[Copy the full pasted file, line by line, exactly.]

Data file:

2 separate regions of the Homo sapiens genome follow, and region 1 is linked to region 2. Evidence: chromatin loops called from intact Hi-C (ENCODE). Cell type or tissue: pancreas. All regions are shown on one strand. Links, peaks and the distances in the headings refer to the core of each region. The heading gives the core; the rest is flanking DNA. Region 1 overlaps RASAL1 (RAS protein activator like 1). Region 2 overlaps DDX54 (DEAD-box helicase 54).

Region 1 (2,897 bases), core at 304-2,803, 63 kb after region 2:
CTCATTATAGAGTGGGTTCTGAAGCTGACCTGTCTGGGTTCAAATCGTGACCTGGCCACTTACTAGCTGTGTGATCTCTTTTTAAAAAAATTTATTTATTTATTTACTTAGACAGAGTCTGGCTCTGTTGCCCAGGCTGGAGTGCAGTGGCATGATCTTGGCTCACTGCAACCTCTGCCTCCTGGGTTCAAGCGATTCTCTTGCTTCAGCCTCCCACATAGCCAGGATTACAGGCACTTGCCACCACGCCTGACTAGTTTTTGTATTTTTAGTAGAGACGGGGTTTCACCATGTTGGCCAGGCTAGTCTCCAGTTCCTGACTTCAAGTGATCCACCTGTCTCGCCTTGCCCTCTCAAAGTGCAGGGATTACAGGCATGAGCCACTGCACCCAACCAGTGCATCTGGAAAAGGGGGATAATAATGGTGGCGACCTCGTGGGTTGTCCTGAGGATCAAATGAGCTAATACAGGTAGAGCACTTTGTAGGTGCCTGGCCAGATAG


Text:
2 separate regions of the Homo sapiens genome follow, and region 1 is linked to region 2. Evidence: chromatin loops called from intact Hi-C (ENCODE). Cell type or tissue: pancreas. All regions are shown on one strand. Links, peaks and the distances in the headings refer to the core of each region. The heading gives the core; the rest is flanking DNA. Region 1 overlaps RASAL1 (RAS protein activator like 1). Region 2 overlaps DDX54 (DEAD-box helicase 54).

Region 1 (2,897 bases), core at 304-2,803, 63 kb after region 2:
CTCATTATAGAGTGGGTTCTGAAGCTGACCTGTCTGGGTTCAAATCGTGACCTGGCCACTTACTAGCTGTGTGATCTCTTTTTAAAAAAATTTATTTATTTATTTACTTAGACAGAGTCTGGCTCTGTTGCCCAGGCTGGAGTGCAGTGGCATGATCTTGGCTCACTGCAACCTCTGCCTCCTGGGTTCAAGCGATTCTCTTGCTTCAGCCTCCCACATAGCCAGGATTACAGGCACTTGCCACCACGCCTGACTAGTTTTTGTATTTTTAGTAGAGACGGGGTTTCACCATGTTGGCCAGGCTAGTCTCCAGTTCCTGACTTCAAGTGATCCACCTGTCTCGCCTTGCCCTCTCAAAGTGCAGGGATTACAGGCATGAGCCACTGCACCCAACCAGTGCATCTGGAAAAGGGGGATAATAATGGTGGCGACCTCGTGGGTTGTCCTGAGGATCAAATGAGCTAATACAGGTAGAGCACTTTGTAGGTGCCTGGCCAGATAG